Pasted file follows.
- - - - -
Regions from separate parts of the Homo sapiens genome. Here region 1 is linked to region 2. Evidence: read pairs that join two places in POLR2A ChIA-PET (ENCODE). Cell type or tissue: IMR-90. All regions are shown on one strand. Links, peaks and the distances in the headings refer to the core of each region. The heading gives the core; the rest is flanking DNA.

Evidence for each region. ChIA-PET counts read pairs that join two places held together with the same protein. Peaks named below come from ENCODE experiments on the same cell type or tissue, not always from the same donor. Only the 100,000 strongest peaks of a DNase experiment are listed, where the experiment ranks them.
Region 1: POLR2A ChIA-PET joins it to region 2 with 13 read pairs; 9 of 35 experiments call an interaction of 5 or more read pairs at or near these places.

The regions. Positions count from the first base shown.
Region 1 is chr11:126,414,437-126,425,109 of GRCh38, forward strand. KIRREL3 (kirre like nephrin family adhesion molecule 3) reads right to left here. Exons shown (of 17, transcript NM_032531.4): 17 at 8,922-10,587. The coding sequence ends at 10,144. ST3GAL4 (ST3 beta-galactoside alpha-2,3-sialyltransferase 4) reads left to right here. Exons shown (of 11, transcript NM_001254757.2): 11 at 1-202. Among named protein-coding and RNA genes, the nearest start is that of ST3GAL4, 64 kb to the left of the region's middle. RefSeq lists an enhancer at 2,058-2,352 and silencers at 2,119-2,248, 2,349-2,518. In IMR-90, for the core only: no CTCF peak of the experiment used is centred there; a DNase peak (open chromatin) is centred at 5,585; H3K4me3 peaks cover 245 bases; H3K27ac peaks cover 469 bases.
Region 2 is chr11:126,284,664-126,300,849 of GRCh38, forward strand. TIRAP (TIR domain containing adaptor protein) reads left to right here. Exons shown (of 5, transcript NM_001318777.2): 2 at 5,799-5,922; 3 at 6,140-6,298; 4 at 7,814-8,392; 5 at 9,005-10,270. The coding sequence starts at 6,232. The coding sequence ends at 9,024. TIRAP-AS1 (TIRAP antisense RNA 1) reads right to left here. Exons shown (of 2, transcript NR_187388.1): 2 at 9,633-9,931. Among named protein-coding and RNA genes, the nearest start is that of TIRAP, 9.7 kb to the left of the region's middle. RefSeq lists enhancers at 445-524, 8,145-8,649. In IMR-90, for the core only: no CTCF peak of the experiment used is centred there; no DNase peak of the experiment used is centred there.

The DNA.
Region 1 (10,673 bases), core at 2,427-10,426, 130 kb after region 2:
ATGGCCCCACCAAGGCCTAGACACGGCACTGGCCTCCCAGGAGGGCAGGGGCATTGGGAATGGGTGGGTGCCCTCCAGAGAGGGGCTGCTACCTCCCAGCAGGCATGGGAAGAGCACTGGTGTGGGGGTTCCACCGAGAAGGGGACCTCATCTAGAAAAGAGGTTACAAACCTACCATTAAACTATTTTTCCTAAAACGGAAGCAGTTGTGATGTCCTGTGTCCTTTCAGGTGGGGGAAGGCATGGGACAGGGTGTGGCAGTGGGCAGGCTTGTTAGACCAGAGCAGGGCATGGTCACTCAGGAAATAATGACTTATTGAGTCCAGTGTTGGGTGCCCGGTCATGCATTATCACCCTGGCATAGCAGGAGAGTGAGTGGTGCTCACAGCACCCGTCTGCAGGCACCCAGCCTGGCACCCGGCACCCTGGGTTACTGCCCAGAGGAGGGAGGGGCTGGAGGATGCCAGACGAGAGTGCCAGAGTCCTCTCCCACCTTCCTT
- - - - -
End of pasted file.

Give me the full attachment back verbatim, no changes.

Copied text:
Regions from separate parts of the Homo sapiens genome. Here region 1 is linked to region 2. Evidence: read pairs that join two places in POLR2A ChIA-PET (ENCODE). Cell type or tissue: IMR-90. All regions are shown on one strand. Links, peaks and the distances in the headings refer to the core of each region. The heading gives the core; the rest is flanking DNA.

Evidence for each region. ChIA-PET counts read pairs that join two places held together with the same protein. Peaks named below come from ENCODE experiments on the same cell type or tissue, not always from the same donor. Only the 100,000 strongest peaks of a DNase experiment are listed, where the experiment ranks them.
Region 1: POLR2A ChIA-PET joins it to region 2 with 13 read pairs; 9 of 35 experiments call an interaction of 5 or more read pairs at or near these places.

The regions. Positions count from the first base shown.
Region 1 is chr11:126,414,437-126,425,109 of GRCh38, forward strand. KIRREL3 (kirre like nephrin family adhesion molecule 3) reads right to left here. Exons shown (of 17, transcript NM_032531.4): 17 at 8,922-10,587. The coding sequence ends at 10,144. ST3GAL4 (ST3 beta-galactoside alpha-2,3-sialyltransferase 4) reads left to right here. Exons shown (of 11, transcript NM_001254757.2): 11 at 1-202. Among named protein-coding and RNA genes, the nearest start is that of ST3GAL4, 64 kb to the left of the region's middle. RefSeq lists an enhancer at 2,058-2,352 and silencers at 2,119-2,248, 2,349-2,518. In IMR-90, for the core only: no CTCF peak of the experiment used is centred there; a DNase peak (open chromatin) is centred at 5,585; H3K4me3 peaks cover 245 bases; H3K27ac peaks cover 469 bases.
Region 2 is chr11:126,284,664-126,300,849 of GRCh38, forward strand. TIRAP (TIR domain containing adaptor protein) reads left to right here. Exons shown (of 5, transcript NM_001318777.2): 2 at 5,799-5,922; 3 at 6,140-6,298; 4 at 7,814-8,392; 5 at 9,005-10,270. The coding sequence starts at 6,232. The coding sequence ends at 9,024. TIRAP-AS1 (TIRAP antisense RNA 1) reads right to left here. Exons shown (of 2, transcript NR_187388.1): 2 at 9,633-9,931. Among named protein-coding and RNA genes, the nearest start is that of TIRAP, 9.7 kb to the left of the region's middle. RefSeq lists enhancers at 445-524, 8,145-8,649. In IMR-90, for the core only: no CTCF peak of the experiment used is centred there; no DNase peak of the experiment used is centred there.

The DNA.
Region 1 (10,673 bases), core at 2,427-10,426, 130 kb after region 2:
ATGGCCCCACCAAGGCCTAGACACGGCACTGGCCTCCCAGGAGGGCAGGGGCATTGGGAATGGGTGGGTGCCCTCCAGAGAGGGGCTGCTACCTCCCAGCAGGCATGGGAAGAGCACTGGTGTGGGGGTTCCACCGAGAAGGGGACCTCATCTAGAAAAGAGGTTACAAACCTACCATTAAACTATTTTTCCTAAAACGGAAGCAGTTGTGATGTCCTGTGTCCTTTCAGGTGGGGGAAGGCATGGGACAGGGTGTGGCAGTGGGCAGGCTTGTTAGACCAGAGCAGGGCATGGTCACTCAGGAAATAATGACTTATTGAGTCCAGTGTTGGGTGCCCGGTCATGCATTATCACCCTGGCATAGCAGGAGAGTGAGTGGTGCTCACAGCACCCGTCTGCAGGCACCCAGCCTGGCACCCGGCACCCTGGGTTACTGCCCAGAGGAGGGAGGGGCTGGAGGATGCCAGACGAGAGTGCCAGAGTCCTCTCCCACCTTCCTT